(related to Part: Methods of Mathematical Proving)

Mathematicians are concerned about using only those objects, which are "well-defined". But what does it actually mean?

Something is said to be *well-defined*, if its as simply described as possible and its description is definite, i.e. without any ambiguities.

As an example, take the definition of a field.

In any field, besides the distributivity law \(a\cdot (b+c)=a\cdot b + a\cdot c\) also "another" distributivity law \((a+b)\cdot c=a\cdot c + b\cdot c\) is valid. However, this information is not part of the field's definition, because it follows from the first distributivity law and the commutativity of its two operations \( + \) and \(\cdot\), both **being already** part of the definition. Avoiding this "additional" information in the description of what a field really is helps to keep its definition simple. Avoiding **any** "additional" information without changing the meaning of the definition actually **makes it as simple as possible**.

If you read the above-mentioned definition carefully, you will find the distributivity law, however you will not find the commutativity of its operations explicitly mentioned in it. This is because it is mentioned indirectly by the unimposing words "abelian":

- \((F,+)\) is an abelian group.
- If \(0\) is the neutral element of \((F,+)\), then \(F^*:=(F \setminus \{0\},\cdot)\) is an abelian groupIf the words "abelian" were dropped from the definition of a field, i.e. if its definition would be formulated like this:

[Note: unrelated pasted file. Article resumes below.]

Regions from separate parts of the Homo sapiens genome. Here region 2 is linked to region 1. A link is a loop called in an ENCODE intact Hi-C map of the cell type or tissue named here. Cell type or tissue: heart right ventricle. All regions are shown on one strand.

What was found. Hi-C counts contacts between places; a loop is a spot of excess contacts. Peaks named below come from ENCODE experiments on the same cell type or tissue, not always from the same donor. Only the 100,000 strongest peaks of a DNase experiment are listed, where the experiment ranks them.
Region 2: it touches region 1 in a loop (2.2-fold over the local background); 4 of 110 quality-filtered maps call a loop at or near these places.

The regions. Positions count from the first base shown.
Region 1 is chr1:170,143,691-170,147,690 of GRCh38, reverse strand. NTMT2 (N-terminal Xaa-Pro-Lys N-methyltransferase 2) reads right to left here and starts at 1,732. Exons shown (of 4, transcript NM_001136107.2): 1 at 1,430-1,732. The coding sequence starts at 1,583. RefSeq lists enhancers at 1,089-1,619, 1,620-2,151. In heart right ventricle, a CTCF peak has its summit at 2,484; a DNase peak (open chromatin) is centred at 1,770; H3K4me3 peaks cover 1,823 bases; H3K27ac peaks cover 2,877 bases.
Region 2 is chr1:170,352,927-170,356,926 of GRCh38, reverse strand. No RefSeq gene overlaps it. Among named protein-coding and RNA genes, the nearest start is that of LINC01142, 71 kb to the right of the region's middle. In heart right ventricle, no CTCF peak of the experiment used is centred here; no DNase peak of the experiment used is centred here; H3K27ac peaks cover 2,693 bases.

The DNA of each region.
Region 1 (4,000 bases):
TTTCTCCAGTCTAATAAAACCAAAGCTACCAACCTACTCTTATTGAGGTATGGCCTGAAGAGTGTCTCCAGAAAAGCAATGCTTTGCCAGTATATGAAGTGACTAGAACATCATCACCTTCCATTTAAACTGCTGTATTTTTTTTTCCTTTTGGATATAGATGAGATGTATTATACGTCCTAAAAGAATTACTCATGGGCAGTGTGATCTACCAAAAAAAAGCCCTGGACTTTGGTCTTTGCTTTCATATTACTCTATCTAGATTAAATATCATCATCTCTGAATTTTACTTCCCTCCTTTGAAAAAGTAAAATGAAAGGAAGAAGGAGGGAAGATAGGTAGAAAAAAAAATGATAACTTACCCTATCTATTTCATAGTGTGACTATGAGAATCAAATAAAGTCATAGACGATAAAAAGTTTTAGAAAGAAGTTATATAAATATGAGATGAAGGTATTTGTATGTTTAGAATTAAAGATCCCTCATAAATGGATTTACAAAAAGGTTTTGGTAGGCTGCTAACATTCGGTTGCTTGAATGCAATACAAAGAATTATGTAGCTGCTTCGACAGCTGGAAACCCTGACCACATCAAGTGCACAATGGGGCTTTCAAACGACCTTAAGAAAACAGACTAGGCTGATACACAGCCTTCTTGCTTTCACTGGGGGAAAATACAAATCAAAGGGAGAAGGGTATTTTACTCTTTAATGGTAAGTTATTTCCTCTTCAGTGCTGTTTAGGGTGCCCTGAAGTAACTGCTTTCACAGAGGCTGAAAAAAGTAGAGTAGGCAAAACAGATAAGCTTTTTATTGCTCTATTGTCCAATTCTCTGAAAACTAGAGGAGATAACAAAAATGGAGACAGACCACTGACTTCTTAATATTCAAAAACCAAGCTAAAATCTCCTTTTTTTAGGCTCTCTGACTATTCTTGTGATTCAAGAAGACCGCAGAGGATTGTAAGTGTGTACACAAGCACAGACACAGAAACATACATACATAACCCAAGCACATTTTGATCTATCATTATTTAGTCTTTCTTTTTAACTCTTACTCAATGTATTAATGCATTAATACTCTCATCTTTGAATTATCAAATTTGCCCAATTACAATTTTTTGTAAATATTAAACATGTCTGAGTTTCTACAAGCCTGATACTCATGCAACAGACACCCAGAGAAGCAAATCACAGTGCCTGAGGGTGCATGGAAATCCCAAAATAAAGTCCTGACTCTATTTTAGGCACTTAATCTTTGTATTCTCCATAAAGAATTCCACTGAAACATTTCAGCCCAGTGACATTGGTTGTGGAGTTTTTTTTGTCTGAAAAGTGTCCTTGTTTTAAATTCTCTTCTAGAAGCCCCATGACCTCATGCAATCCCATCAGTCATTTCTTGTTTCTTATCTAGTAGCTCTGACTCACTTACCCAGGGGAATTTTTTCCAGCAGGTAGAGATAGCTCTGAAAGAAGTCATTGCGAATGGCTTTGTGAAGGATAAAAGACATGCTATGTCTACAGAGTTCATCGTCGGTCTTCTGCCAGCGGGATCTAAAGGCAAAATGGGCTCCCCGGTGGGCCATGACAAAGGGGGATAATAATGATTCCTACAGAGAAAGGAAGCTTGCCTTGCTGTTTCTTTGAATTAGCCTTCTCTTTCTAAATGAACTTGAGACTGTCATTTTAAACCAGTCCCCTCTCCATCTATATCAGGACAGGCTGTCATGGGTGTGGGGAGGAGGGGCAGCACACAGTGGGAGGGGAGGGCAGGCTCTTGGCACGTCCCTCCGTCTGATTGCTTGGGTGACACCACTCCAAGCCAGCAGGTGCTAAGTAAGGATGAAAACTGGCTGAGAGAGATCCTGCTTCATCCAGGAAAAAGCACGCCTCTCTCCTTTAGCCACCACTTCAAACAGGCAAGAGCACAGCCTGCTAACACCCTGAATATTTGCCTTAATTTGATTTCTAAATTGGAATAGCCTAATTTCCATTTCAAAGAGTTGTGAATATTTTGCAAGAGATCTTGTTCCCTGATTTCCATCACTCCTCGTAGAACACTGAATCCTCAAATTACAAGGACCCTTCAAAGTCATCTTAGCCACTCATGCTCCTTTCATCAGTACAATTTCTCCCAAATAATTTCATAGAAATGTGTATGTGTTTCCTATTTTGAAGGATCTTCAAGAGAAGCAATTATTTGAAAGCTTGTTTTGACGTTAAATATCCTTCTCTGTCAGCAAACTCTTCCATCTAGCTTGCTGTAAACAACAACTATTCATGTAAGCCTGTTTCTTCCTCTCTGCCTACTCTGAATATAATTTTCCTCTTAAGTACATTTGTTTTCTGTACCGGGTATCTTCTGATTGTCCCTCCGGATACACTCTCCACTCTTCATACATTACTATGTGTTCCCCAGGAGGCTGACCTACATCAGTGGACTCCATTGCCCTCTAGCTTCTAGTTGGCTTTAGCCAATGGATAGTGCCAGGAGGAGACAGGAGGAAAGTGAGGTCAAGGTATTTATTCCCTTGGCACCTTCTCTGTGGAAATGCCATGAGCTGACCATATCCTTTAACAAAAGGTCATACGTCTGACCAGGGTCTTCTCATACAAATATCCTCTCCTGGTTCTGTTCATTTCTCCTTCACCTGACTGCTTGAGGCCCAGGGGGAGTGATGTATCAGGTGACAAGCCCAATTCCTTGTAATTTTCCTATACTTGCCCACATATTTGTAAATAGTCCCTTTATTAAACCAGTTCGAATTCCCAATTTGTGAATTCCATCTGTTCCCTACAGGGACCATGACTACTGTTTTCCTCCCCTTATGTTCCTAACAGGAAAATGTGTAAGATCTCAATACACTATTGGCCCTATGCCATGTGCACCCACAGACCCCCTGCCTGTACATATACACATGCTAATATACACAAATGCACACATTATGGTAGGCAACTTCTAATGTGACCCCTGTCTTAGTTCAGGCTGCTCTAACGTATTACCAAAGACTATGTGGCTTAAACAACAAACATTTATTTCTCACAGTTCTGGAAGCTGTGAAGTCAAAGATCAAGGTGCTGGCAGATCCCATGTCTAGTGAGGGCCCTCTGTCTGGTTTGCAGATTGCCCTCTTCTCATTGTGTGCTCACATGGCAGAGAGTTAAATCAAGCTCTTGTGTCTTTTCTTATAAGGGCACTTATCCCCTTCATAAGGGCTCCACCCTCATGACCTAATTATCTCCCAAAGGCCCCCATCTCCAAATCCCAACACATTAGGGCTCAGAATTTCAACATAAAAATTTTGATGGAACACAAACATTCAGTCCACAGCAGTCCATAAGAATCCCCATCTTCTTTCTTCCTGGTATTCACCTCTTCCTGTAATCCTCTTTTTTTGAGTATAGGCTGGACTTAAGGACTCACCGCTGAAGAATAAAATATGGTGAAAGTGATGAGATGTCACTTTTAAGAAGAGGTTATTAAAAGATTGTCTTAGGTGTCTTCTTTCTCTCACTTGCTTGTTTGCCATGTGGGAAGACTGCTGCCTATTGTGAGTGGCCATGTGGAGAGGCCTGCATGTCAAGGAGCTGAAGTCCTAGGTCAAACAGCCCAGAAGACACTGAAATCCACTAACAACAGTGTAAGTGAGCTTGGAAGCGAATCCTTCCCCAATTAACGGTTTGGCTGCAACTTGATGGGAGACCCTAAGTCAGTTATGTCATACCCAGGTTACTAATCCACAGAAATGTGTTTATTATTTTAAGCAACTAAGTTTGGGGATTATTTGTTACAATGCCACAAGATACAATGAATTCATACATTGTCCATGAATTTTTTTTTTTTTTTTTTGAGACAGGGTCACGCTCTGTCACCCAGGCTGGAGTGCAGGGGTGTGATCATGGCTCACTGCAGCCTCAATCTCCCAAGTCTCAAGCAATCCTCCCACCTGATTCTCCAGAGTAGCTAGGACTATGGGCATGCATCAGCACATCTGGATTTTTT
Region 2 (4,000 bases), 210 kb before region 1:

|# \((F,+)\) is an group. 1. If \(0\) is the neutral element of \((F,+)\), then \(F^*:=(F \setminus \{0\},\cdot)\) is an group. 1. For all \(a,b,c\in F\) the distributivity law holds: \(a\cdot(b+c)=a\cdot b+a\cdot c\).|

then it would be ambiguous, since there are also groups which are not abelian, so the operations \(+\) and \(\cdot\) would not necessarily be commutative. In an algebraic structure defined like this the "other" distributivity law \((a+b)\cdot c=a\cdot c + b\cdot c\) *would not be valid anymore!*

A central concept of Calculus and Analysis are **continuous functions**. Before we deal with the correct mathematical definition of a continuous function, let's take a look at a first attempt, which would be not a good definition of a limit:

If $f$ is a function on an open real interval containing $a\in\mathbb R,$ then $f$ is said to be continuous at $a$ if the values of $f(x)$ get closer and closer to $f(a)$ as $x$ approaches $a.$

Might you find this definition quite simple and thus to fulfill already one of the criteria of being "well-defined"? Okay, but how about its non-ambiguity? Well, the above definition is not definite. It is for instance not clear what "values of $f(x)$ get closer and closer to $y$ or what "as $x$ approaches $a.$" means. Do we want to say "arbitrarily close" or "as close as one likes"?

Whenever you try to define mathematical objects, watch out for terms, which might be misunderstood by some readers. If you find such terms, your definition is not good enough!

A "well-defined" concept of "continuous functions" can be found here. Try to find out by yourself, why and by which means this definition is better than our first attempt above!

**Kane, Jonathan**: "Writing Proofs in Analysis", Springer, 2016